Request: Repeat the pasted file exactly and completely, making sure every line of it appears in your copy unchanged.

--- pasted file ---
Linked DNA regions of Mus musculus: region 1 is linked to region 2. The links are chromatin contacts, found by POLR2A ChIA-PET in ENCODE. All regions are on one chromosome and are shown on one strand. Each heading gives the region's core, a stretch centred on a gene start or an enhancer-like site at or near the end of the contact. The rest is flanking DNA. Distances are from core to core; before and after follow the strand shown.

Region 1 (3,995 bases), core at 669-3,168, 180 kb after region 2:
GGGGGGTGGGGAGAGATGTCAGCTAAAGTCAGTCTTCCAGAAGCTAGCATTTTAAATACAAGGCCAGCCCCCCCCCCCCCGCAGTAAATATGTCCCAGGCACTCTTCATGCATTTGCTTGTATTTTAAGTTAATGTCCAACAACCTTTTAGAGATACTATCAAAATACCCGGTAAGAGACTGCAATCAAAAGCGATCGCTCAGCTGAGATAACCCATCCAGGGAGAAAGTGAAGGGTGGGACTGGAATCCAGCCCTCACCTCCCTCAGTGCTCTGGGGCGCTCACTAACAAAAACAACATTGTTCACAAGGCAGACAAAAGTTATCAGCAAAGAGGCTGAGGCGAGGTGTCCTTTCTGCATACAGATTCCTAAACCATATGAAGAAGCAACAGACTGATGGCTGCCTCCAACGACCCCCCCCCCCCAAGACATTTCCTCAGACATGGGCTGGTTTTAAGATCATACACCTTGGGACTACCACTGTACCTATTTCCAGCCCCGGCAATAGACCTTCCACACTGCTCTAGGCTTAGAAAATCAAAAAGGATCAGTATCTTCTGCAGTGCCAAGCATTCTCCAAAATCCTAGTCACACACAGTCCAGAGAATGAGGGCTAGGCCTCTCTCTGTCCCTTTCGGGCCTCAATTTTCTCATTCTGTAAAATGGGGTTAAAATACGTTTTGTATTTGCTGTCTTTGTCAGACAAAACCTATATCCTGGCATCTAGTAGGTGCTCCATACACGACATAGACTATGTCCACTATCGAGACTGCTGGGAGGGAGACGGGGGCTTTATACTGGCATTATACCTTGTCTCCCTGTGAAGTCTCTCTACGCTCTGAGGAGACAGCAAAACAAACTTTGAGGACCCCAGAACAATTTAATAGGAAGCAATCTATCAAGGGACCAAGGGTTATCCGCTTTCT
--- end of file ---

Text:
Linked DNA regions of Mus musculus: region 1 is linked to region 2. The links are chromatin contacts, found by POLR2A ChIA-PET in ENCODE. All regions are on one chromosome and are shown on one strand. Each heading gives the region's core, a stretch centred on a gene start or an enhancer-like site at or near the end of the contact. The rest is flanking DNA. Distances are from core to core; before and after follow the strand shown.

Region 1 (3,995 bases), core at 669-3,168, 180 kb after region 2:
GGGGGGTGGGGAGAGATGTCAGCTAAAGTCAGTCTTCCAGAAGCTAGCATTTTAAATACAAGGCCAGCCCCCCCCCCCCCGCAGTAAATATGTCCCAGGCACTCTTCATGCATTTGCTTGTATTTTAAGTTAATGTCCAACAACCTTTTAGAGATACTATCAAAATACCCGGTAAGAGACTGCAATCAAAAGCGATCGCTCAGCTGAGATAACCCATCCAGGGAGAAAGTGAAGGGTGGGACTGGAATCCAGCCCTCACCTCCCTCAGTGCTCTGGGGCGCTCACTAACAAAAACAACATTGTTCACAAGGCAGACAAAAGTTATCAGCAAAGAGGCTGAGGCGAGGTGTCCTTTCTGCATACAGATTCCTAAACCATATGAAGAAGCAACAGACTGATGGCTGCCTCCAACGACCCCCCCCCCCCAAGACATTTCCTCAGACATGGGCTGGTTTTAAGATCATACACCTTGGGACTACCACTGTACCTATTTCCAGCCCCGGCAATAGACCTTCCACACTGCTCTAGGCTTAGAAAATCAAAAAGGATCAGTATCTTCTGCAGTGCCAAGCATTCTCCAAAATCCTAGTCACACACAGTCCAGAGAATGAGGGCTAGGCCTCTCTCTGTCCCTTTCGGGCCTCAATTTTCTCATTCTGTAAAATGGGGTTAAAATACGTTTTGTATTTGCTGTCTTTGTCAGACAAAACCTATATCCTGGCATCTAGTAGGTGCTCCATACACGACATAGACTATGTCCACTATCGAGACTGCTGGGAGGGAGACGGGGGCTTTATACTGGCATTATACCTTGTCTCCCTGTGAAGTCTCTCTACGCTCTGAGGAGACAGCAAAACAAACTTTGAGGACCCCAGAACAATTTAATAGGAAGCAATCTATCAAGGGACCAAGGGTTATCCGCTTTCT